The reports came swift and sharp and with a notable tone of relief among the media when Gov. Ron DeSantis announced he was rescinding former Gov. Rick Scott's 11th-hour appointments. Many journalists wasted no time praising the DeSantis move as good news. But they expressed shock he would do such a thing without first protecting Scott appointee Andrew Pollack, father of Parkland shooting victim Meadow Pollack.
The Women’s March, which has risen to prominence with the election of Donald Trump, is beginning to fracture. A number of its leaders have displayed or spoken anti-semitic positions, and it's led to major controversy within the party. Falling prey to the inevitable conflicts of intersectionality, there have been groups beginning to disavow the organization.
Disgruntled former Broward Sheriff Scott Israel wasted no time in retaliating after Gov. Ron DeSantis removed and replaced him last week. The controversial now-former chief was vowing to fight back the same day DeSantis made his announcement.
At an afternoon press conference at the Broward County Sheriff’s Office, delayed 90 minutes because of airplane mechanical difficulties, Gov. Ron DeSantis made the announcement most in Tallahassee and Broward expected: Sheriff Scott Israel has been removed from office as a direct result of the actions surrounding the shooting of 14 students and three teachers at Marjory Stoneman Douglas High School.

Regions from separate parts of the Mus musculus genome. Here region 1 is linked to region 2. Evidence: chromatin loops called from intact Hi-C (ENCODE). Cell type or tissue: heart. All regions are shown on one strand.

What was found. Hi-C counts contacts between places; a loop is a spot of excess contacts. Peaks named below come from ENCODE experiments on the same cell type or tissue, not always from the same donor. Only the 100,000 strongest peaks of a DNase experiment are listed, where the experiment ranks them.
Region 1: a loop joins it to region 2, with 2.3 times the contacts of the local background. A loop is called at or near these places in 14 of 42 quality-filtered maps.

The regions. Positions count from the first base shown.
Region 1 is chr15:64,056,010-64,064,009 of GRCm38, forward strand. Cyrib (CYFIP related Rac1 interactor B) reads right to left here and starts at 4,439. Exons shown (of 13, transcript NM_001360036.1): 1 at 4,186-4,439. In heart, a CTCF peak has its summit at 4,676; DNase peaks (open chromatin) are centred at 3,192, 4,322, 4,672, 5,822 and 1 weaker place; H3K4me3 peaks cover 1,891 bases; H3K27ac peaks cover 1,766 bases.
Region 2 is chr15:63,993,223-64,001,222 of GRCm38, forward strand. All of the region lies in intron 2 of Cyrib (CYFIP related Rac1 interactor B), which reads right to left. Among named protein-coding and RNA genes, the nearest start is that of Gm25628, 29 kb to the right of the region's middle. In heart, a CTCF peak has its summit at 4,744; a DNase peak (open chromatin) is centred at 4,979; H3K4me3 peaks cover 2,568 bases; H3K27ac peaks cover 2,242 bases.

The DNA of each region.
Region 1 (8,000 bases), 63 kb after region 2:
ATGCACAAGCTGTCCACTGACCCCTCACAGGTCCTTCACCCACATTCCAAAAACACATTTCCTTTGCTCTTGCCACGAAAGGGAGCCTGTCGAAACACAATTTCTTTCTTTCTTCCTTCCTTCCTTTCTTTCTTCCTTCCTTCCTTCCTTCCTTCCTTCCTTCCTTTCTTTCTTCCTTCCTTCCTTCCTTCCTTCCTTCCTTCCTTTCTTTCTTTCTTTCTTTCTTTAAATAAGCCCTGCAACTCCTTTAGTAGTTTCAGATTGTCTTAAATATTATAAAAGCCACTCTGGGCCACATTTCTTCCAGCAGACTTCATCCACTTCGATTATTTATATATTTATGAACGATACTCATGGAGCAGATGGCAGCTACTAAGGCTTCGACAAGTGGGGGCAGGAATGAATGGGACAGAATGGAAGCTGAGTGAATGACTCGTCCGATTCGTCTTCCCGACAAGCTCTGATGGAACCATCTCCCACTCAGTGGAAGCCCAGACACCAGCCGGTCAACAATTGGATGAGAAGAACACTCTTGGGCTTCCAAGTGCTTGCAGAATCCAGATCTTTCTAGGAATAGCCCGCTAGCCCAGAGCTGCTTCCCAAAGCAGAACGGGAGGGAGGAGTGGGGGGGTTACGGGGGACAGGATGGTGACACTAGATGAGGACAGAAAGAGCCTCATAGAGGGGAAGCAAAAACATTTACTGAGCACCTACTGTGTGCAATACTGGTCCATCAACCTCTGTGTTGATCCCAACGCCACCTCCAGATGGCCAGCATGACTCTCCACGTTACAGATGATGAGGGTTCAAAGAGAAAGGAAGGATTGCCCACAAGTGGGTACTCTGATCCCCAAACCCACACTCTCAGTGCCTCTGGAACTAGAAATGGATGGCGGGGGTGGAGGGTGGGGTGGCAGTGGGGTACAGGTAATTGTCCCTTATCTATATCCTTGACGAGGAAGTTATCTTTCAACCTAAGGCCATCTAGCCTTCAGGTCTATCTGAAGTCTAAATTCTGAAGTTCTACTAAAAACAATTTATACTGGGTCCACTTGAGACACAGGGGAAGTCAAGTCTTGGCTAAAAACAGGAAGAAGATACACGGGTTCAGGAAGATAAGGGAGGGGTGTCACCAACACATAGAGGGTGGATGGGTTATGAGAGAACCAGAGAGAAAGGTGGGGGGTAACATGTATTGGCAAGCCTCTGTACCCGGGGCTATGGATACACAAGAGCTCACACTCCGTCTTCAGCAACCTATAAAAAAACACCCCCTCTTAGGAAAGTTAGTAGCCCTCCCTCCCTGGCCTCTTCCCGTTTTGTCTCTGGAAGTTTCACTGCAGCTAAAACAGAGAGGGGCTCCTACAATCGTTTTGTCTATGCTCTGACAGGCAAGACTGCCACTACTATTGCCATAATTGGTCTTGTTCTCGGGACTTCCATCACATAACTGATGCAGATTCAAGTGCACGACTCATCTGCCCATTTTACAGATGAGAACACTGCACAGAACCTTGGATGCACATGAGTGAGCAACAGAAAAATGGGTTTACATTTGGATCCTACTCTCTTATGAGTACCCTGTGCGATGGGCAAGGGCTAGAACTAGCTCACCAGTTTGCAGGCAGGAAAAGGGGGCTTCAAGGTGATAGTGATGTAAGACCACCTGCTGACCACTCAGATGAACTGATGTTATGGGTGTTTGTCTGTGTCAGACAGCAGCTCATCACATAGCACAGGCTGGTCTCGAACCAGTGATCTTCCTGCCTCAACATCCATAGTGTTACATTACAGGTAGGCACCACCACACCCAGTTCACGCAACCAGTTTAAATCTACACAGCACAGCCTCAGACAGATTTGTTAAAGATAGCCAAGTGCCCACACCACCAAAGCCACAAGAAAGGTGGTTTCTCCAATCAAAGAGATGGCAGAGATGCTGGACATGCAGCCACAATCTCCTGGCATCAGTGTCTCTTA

The buzz in Broward County is, Sheriff Scott Israel knows his removal might well be new Gov. Ron DeSantis' next priority.
Governor-elect Ron DeSantis has a busy Tuesday as he officially becomes installed as Florida’s 46th governor. While some traditional events are slated to take place, one item has been scratched from the inaugural agenda -- the parade.
Here in Broward, we are still caught in the Mobius Strip that is the career of former Elections Supervisor Brenda Snipes. But believe it or not, actual election experts here are still poring over the metrics of the election.
Following the midterm elections, Florida’s senatorial result and the Democratic takeover of the House of Representatives means there are questions in the balance for the National Aeronautics and Space Administration. Not only did the most prominent -- though not the most politically adept -- “space politician” end up losing, but so did some prominent fixtures on committees overseeing budgets that directly concern NASA.
With all of the drama, turmoil, embarrassment and legal wrangling surrounding the recounting of ballots in South Florida, a far more dramatic race on Florida’s other coast was easily overlooked.